The Ecarnomics of a Trump Presidency
I’d like to start this post off by saying that I fully intend to make this post as politically neutral as possible. There’s enough misunderstanding, vitriol and cruelty out on the Internet as it is, and I want to have no part in any of it. All I am here to do is interpret the ramifications of Donald Trump’s economic policies in the light of car enthusiasts in a language that, hopefully, you will be able to easily understand. Here, I’ll discuss a few key points of Trump’s economic policy, and explain what they mean to petrolheads in America and the rest of the world.
First, let’s look at the most controversial aspect of Trump’s plan. As Matt Kimberley wrote in this recent article, The Donald has made mention of eliminating all emissions regulations for passenger vehicles. While it is true that passenger vehicles are responsibility for a minor percentage of anthropogenic carbon dioxide emissions, repealing emissions regulations would basically undo 40 years worth of good work done by the EPA to take measures to ensure that our environment isn’t completely destroyed. I’d prefer not to have to go to a 7-11 and grab a can of pure, Rocky Mountain air on my lunch break just so I can make it through the day. Of course, I am exaggerating, but the truth remains that, when our air is cleaner, everyone is a winner. Which, from an economic point of view, is the best possible outcome.
Next, let’s look at Trump’s standpoint on international trade. It’s clear that Trump’s plan to “Make America Great Again” involves, in part, revitalizing the American manufacturing sector. And he’s right—it’s a shell of what it once was. Look at what’s left of Detroit, for example. “Motor City” is now a white elephant, emblematic of the collapse of working-class America. Worse still (from the point of American auto workers, anyway), General Motors has even resorted to building vehicles for the USDM in Korea and China. There’s a lot of desperation amongst blue-collar Americans, to the point that a vote for Donald Trump had become their final cry for help.
While he has correctly identified the problem, his proposed solutions have no shortage of problems themselves. Let’s look at two of his proposed “solutions”: renegotiating the Trans-Pacific Partnership (TPP) and the North American Free Trade Agreement (NAFTA); and hitting China and Mexico with tariffs and countervailing duties on imported products. I’ll deal with the latter issue first, because it’s a fairly simple one. If the U.S. puts import tariffs on other countries, you can bet that they will respond in a hurry. The Chicken Tax (link to my article) is a simple example of how trade wars can get started. Should this happen, the U.S. auto manufacturing sector is bound to lose, regardless of how many jobs Trump thinks he can create. The immediate result, for petrolheads? Input costs will go up, pretty much guaranteeing that cars (and parts) will become a lot more expensive. And that’s not even taking American-made parts into consideration. Even with import penalties attached, those imported parts will likely still cost less than domestically-manufactured goods. The message is clear—protectionist trade policies simply do not work in this heavily-globalised economy. Every action will have a reaction that will hurt the United States in one way or the other.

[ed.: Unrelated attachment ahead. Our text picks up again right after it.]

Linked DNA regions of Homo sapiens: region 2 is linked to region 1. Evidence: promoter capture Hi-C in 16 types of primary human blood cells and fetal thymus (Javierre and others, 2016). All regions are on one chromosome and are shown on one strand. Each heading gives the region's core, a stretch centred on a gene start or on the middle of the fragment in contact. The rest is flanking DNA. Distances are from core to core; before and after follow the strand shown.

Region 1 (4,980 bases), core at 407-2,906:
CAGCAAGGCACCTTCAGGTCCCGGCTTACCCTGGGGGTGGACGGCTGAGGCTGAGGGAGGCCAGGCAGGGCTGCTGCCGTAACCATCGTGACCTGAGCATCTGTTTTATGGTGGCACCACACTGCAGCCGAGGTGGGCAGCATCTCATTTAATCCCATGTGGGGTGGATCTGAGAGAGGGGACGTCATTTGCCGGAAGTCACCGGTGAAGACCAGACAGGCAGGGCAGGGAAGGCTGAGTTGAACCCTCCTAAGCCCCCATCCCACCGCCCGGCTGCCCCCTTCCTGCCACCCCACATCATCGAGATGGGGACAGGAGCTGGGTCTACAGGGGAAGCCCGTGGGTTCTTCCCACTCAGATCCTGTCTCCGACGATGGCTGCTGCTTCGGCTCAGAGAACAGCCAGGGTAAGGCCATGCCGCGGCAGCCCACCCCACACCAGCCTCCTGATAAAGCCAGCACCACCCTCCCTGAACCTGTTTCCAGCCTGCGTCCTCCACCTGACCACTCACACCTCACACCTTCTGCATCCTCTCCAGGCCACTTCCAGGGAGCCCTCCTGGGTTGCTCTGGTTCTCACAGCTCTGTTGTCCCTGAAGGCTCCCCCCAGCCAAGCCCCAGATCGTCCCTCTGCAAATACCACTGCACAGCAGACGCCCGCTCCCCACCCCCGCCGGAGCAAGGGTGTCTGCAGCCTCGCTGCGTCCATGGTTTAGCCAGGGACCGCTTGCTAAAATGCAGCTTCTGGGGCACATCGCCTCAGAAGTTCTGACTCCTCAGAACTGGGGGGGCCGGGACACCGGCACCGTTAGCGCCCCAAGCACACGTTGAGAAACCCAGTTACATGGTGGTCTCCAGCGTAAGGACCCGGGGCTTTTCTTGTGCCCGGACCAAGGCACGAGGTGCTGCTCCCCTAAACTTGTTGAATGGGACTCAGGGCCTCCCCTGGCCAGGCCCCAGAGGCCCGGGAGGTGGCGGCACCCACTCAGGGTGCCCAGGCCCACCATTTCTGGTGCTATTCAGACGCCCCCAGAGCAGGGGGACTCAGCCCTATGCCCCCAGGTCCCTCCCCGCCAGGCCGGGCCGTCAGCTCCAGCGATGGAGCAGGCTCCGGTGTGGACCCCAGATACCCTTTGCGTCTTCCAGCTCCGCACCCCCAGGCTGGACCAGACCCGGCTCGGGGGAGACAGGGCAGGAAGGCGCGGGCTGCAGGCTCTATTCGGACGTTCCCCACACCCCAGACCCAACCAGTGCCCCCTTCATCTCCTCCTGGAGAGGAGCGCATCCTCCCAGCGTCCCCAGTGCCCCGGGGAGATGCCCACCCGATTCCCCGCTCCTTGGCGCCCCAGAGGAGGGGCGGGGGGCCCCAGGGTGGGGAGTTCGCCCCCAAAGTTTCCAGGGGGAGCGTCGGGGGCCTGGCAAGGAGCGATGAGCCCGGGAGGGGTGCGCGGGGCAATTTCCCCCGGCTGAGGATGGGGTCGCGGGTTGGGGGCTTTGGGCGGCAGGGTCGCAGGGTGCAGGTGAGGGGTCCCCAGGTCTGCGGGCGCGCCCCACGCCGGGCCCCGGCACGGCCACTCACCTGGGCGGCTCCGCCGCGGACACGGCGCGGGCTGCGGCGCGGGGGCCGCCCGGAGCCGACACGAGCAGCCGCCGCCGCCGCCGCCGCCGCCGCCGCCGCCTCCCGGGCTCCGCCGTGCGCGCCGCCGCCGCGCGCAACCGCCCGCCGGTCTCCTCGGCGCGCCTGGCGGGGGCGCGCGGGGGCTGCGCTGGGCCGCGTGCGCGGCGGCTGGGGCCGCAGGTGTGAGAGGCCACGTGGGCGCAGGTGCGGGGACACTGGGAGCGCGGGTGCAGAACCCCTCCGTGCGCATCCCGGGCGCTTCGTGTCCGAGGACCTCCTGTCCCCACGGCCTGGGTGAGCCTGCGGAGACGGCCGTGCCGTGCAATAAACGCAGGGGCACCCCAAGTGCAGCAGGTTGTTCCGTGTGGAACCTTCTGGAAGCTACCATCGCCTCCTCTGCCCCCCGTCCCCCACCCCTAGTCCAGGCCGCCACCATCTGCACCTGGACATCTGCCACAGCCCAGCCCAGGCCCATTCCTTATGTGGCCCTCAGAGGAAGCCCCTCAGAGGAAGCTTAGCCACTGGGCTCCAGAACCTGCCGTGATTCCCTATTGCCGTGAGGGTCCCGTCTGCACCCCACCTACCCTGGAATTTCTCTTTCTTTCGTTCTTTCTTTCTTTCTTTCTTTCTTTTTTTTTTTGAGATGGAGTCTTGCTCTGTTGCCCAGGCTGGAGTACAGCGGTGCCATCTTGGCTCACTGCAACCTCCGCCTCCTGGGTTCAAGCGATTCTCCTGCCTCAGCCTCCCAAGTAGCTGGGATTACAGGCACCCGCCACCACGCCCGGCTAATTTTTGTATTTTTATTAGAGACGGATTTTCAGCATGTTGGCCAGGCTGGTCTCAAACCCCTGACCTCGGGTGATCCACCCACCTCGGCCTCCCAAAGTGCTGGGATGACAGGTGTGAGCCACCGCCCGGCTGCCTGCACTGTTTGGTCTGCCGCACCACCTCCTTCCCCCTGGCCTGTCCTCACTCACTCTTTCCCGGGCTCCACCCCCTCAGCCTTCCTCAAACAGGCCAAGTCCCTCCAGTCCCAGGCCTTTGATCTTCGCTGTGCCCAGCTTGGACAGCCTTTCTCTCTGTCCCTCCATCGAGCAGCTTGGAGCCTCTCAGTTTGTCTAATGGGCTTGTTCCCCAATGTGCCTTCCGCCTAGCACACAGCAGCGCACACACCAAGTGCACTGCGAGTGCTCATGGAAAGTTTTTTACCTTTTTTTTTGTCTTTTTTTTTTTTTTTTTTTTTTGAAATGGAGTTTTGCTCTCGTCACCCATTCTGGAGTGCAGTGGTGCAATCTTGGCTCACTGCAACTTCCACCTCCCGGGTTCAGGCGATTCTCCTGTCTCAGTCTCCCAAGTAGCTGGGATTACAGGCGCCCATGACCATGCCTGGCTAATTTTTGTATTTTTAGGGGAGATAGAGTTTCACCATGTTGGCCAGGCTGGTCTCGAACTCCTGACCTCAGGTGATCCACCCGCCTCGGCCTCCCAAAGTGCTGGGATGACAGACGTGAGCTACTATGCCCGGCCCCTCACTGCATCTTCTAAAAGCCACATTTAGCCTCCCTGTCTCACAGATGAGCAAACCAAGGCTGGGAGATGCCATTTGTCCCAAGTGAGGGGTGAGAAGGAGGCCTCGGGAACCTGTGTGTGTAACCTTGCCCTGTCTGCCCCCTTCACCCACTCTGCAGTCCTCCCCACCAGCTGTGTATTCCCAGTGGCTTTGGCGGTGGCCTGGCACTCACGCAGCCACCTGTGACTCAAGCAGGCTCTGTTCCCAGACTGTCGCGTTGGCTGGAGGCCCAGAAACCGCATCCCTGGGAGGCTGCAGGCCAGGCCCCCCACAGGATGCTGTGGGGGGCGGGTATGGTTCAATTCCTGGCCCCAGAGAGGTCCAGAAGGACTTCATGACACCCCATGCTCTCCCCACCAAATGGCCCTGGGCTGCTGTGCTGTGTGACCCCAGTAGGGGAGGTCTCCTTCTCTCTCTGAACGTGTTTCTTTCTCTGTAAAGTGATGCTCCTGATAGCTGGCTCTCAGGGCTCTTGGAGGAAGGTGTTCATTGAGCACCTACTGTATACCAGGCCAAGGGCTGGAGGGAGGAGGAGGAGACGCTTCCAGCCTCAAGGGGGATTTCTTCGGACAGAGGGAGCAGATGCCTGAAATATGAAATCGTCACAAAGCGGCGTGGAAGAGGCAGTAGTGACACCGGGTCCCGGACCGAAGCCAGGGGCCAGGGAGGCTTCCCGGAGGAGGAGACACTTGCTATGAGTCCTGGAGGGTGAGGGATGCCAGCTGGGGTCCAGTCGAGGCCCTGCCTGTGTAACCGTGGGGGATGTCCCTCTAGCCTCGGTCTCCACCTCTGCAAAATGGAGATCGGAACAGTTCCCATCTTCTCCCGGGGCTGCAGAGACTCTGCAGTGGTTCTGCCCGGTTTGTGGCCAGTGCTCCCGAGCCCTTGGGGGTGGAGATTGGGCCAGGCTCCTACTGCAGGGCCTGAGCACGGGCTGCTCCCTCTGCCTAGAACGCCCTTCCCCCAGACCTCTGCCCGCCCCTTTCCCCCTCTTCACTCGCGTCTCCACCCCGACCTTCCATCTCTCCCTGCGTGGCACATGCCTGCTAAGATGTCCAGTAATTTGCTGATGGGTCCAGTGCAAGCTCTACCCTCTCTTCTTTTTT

Now let’s extend that intuition to The Donald’s planned renegotiation of free trade deals such as NAFTA and the TPP. Renegotiating a trade deal isn’t necessarily protectionist, but in the case of NAFTA, I’m not really sure how Trump thinks he’s going to come out on the winning end of a renegotiation. Mexico was pretty much strapped when they signed NAFTA, and now that they are back on their feet again, they’ve got a lot more bargaining power than the United States does with respect to Mexican manufacturing. Tearing up NAFTA would be a worst-case scenario that would no doubt raise the prices of Mexican-made vehicles, including the almighty Ram pickup truck. Trump has to know that businesses *hate* change, and that disturbing NAFTA will cause *a lot of change*. Predictably, this will mean that you and I will be paying a lot more for cars and car parts. In the case of the TPP, much of the same logic can be applied. In addition, blocking the TPP will not stop nations such as China or Korea from trying to take a bigger chunk of the American market. Globalization is not going to go away.
So how else can the newly-elected Donald Trump affect petrolheads around the world? Well, he could approve the Keystone XL Pipeline, which would give the United States and Canada a competitive advantage in the world oil market. This could drive down gas prices for Americans while stimulating the economy on both sides of the border. While this wouldn’t directly impact most petrolheads around the world, the economic stimulation could give people on both sides more jobs, and therefore more money to be able to enjoy the expensive hobby of automobiles. Of course, there are environmental concerns associated with building the pipeline as well, which is why Barack Obama rejected the pipeline. But Trump has already said that he will approve the project, and I am confident that he will follow through on it.
In conclusion, if the Trump presidency is going to do anything good for petrolheads, I don’t think it’s going to be significant. But, like any other problem in economics, it’s impossible to predict the future for certain. We just have to hope that all the cards fall in the right place. However, that’s not to say that there are no concerns. In fact, there are plenty. But nothing is set in stone, and hopefully Trump and the Republicans will do a good job of steering their policies in the right direction.